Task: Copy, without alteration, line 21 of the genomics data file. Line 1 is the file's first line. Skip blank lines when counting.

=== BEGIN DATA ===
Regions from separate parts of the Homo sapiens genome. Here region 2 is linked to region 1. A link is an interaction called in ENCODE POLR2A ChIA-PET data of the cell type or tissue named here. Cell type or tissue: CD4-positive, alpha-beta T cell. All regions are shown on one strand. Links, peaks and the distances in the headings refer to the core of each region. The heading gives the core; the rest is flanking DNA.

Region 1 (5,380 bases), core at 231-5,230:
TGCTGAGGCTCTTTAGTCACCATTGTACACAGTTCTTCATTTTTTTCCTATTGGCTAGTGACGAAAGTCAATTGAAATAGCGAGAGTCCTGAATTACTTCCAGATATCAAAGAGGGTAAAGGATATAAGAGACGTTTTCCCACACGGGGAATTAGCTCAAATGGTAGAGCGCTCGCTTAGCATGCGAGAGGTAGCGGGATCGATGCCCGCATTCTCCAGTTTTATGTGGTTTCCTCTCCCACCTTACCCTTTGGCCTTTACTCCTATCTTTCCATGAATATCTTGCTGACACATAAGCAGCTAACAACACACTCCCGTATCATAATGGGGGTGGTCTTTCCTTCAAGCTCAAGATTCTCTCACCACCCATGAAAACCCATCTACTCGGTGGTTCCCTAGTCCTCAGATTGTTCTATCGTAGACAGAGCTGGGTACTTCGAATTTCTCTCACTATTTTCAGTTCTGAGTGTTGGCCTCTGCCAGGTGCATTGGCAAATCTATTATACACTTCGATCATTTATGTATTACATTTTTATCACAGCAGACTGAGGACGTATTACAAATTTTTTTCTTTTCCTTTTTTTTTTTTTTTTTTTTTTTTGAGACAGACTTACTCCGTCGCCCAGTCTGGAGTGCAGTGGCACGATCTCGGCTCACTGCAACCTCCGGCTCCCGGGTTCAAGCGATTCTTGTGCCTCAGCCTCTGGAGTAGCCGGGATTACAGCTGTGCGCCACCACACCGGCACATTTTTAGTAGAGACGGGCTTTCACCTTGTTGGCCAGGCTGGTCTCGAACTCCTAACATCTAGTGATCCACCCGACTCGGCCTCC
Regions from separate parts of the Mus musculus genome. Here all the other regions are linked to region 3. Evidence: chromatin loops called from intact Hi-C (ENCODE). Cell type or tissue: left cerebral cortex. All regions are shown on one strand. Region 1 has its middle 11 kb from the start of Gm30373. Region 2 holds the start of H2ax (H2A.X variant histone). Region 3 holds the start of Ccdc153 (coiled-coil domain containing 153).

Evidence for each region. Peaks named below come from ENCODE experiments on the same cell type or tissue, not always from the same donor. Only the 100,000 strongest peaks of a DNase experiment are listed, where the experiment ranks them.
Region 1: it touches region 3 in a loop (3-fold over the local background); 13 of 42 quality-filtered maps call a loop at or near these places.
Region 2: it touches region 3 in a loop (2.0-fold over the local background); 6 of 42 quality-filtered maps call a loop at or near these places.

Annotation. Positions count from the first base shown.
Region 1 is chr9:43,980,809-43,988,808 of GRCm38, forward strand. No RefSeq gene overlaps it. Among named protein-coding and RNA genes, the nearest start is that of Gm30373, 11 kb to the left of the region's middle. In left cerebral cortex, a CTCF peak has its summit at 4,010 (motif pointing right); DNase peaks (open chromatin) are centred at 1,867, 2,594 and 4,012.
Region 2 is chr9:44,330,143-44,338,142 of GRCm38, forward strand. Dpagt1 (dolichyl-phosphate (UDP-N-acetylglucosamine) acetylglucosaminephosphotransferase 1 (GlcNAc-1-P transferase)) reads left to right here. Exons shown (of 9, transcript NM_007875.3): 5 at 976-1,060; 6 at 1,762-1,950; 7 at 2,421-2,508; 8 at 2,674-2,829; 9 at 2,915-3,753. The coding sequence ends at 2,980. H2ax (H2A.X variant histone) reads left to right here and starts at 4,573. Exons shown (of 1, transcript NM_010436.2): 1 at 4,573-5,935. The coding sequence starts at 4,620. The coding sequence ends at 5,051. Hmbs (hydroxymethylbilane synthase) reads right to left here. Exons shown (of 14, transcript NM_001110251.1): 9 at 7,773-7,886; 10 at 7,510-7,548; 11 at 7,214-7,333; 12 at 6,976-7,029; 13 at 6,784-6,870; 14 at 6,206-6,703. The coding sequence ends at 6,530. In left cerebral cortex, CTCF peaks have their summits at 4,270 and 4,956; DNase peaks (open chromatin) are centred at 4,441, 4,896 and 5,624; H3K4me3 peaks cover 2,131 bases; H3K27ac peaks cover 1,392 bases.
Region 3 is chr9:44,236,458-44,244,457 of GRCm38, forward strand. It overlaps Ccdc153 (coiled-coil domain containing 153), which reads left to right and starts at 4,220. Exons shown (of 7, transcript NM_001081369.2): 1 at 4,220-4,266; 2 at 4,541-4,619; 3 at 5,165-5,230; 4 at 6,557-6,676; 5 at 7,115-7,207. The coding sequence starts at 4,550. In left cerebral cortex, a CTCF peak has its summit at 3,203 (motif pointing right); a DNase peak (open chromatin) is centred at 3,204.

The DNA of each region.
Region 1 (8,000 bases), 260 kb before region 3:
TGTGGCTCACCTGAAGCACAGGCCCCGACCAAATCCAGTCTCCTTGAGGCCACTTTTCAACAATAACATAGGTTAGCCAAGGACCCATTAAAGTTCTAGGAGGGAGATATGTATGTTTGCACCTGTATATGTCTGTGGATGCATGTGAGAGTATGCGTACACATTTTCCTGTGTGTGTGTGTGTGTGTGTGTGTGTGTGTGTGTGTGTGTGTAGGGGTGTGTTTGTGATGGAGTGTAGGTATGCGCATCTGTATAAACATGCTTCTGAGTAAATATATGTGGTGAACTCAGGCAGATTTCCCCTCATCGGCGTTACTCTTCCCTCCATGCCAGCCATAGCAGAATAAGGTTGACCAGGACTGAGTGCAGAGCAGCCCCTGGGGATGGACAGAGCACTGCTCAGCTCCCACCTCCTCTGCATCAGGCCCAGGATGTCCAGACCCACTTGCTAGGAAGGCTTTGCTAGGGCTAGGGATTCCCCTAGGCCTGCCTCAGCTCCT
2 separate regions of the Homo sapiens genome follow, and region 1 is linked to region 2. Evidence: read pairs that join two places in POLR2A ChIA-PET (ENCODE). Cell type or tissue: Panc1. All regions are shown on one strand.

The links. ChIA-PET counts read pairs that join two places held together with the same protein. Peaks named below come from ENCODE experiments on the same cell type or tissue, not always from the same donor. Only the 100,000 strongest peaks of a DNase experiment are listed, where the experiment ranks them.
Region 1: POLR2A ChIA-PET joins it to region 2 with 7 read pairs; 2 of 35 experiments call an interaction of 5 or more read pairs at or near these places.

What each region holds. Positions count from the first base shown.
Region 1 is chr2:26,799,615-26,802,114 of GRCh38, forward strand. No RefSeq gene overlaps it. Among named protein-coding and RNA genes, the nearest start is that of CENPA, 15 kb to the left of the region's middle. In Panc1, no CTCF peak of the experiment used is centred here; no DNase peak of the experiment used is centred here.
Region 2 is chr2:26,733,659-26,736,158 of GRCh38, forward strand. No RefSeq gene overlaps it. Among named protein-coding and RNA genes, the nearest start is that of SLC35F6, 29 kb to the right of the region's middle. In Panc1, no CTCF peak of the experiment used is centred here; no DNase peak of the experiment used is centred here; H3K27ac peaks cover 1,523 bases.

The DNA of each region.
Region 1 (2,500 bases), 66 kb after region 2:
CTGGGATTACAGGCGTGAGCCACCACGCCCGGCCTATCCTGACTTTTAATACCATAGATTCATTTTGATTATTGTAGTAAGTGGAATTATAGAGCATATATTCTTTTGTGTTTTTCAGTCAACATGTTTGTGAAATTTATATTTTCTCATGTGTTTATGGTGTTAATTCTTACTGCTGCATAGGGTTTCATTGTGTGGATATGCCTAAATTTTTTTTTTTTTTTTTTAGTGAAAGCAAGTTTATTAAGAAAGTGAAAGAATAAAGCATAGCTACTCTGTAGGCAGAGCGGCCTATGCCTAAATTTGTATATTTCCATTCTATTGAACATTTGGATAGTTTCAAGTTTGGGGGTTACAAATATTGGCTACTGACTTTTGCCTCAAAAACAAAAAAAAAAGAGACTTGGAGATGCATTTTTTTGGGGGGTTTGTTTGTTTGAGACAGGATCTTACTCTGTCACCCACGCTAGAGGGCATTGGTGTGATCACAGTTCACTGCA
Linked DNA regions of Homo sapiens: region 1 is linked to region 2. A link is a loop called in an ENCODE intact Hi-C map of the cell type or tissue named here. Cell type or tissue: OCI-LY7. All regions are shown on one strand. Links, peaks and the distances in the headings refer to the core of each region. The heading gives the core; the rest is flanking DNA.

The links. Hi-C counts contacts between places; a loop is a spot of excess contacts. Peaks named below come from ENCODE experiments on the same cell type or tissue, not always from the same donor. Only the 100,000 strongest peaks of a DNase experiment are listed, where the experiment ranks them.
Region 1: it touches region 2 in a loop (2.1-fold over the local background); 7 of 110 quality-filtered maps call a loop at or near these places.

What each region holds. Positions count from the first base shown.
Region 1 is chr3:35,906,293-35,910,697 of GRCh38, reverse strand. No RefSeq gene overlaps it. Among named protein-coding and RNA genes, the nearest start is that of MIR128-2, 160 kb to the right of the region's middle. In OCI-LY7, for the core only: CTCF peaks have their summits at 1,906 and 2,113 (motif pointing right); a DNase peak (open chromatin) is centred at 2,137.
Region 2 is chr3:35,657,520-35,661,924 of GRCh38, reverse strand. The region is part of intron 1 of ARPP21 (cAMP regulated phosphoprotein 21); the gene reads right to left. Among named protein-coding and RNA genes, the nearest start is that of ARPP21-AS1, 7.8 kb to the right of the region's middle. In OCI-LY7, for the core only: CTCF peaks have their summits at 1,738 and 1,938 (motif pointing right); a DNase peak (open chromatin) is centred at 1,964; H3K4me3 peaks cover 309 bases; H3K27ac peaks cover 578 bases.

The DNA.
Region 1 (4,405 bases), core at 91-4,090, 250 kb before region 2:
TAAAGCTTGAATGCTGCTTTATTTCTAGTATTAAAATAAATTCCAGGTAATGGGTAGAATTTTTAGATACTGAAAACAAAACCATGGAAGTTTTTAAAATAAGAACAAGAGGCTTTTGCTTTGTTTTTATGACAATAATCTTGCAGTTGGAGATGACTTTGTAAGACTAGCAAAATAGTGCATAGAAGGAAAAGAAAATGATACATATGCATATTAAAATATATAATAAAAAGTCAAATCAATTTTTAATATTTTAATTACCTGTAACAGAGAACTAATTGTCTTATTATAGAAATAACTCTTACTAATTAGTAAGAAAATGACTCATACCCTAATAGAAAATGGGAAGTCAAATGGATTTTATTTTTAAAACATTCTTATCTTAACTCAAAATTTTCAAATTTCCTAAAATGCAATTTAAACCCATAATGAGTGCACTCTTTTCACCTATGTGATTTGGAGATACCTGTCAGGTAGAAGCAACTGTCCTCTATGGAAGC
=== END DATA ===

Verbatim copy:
The DNA of each region.